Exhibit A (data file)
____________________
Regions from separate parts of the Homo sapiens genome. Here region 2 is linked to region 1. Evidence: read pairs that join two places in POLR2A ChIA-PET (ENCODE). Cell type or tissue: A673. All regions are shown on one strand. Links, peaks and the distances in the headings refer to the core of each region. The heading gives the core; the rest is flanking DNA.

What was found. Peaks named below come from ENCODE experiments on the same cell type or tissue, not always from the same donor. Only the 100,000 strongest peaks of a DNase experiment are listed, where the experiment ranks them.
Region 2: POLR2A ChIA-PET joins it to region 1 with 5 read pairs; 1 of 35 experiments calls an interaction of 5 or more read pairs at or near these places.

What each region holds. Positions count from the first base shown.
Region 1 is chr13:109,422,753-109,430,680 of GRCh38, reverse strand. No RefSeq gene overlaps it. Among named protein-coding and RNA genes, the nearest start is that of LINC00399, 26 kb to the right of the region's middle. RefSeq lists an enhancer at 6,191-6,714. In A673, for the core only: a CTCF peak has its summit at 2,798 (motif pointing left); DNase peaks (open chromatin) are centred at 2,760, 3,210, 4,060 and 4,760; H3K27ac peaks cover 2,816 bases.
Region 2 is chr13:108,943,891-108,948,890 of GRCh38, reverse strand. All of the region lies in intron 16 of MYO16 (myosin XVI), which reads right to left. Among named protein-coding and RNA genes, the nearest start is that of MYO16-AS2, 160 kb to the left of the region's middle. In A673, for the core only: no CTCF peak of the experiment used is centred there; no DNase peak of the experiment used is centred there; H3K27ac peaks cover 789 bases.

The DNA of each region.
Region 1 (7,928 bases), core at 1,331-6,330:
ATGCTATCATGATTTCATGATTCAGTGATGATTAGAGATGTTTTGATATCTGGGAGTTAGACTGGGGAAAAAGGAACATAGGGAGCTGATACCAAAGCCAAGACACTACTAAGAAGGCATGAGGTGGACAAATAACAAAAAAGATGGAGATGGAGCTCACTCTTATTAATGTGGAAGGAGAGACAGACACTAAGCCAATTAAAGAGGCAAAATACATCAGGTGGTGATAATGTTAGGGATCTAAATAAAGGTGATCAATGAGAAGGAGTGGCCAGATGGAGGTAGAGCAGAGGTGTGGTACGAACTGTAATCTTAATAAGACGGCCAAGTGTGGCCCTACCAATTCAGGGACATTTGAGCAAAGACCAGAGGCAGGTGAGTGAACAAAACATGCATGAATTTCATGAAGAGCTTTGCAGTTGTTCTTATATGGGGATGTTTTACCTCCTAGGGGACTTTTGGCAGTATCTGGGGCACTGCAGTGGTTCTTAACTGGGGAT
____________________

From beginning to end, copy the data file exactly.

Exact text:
Regions from separate parts of the Homo sapiens genome. Here region 2 is linked to region 1. Evidence: read pairs that join two places in POLR2A ChIA-PET (ENCODE). Cell type or tissue: A673. All regions are shown on one strand. Links, peaks and the distances in the headings refer to the core of each region. The heading gives the core; the rest is flanking DNA.

What was found. Peaks named below come from ENCODE experiments on the same cell type or tissue, not always from the same donor. Only the 100,000 strongest peaks of a DNase experiment are listed, where the experiment ranks them.
Region 2: POLR2A ChIA-PET joins it to region 1 with 5 read pairs; 1 of 35 experiments calls an interaction of 5 or more read pairs at or near these places.

What each region holds. Positions count from the first base shown.
Region 1 is chr13:109,422,753-109,430,680 of GRCh38, reverse strand. No RefSeq gene overlaps it. Among named protein-coding and RNA genes, the nearest start is that of LINC00399, 26 kb to the right of the region's middle. RefSeq lists an enhancer at 6,191-6,714. In A673, for the core only: a CTCF peak has its summit at 2,798 (motif pointing left); DNase peaks (open chromatin) are centred at 2,760, 3,210, 4,060 and 4,760; H3K27ac peaks cover 2,816 bases.
Region 2 is chr13:108,943,891-108,948,890 of GRCh38, reverse strand. All of the region lies in intron 16 of MYO16 (myosin XVI), which reads right to left. Among named protein-coding and RNA genes, the nearest start is that of MYO16-AS2, 160 kb to the left of the region's middle. In A673, for the core only: no CTCF peak of the experiment used is centred there; no DNase peak of the experiment used is centred there; H3K27ac peaks cover 789 bases.

The DNA of each region.
Region 1 (7,928 bases), core at 1,331-6,330:
ATGCTATCATGATTTCATGATTCAGTGATGATTAGAGATGTTTTGATATCTGGGAGTTAGACTGGGGAAAAAGGAACATAGGGAGCTGATACCAAAGCCAAGACACTACTAAGAAGGCATGAGGTGGACAAATAACAAAAAAGATGGAGATGGAGCTCACTCTTATTAATGTGGAAGGAGAGACAGACACTAAGCCAATTAAAGAGGCAAAATACATCAGGTGGTGATAATGTTAGGGATCTAAATAAAGGTGATCAATGAGAAGGAGTGGCCAGATGGAGGTAGAGCAGAGGTGTGGTACGAACTGTAATCTTAATAAGACGGCCAAGTGTGGCCCTACCAATTCAGGGACATTTGAGCAAAGACCAGAGGCAGGTGAGTGAACAAAACATGCATGAATTTCATGAAGAGCTTTGCAGTTGTTCTTATATGGGGATGTTTTACCTCCTAGGGGACTTTTGGCAGTATCTGGGGCACTGCAGTGGTTCTTAACTGGGGAT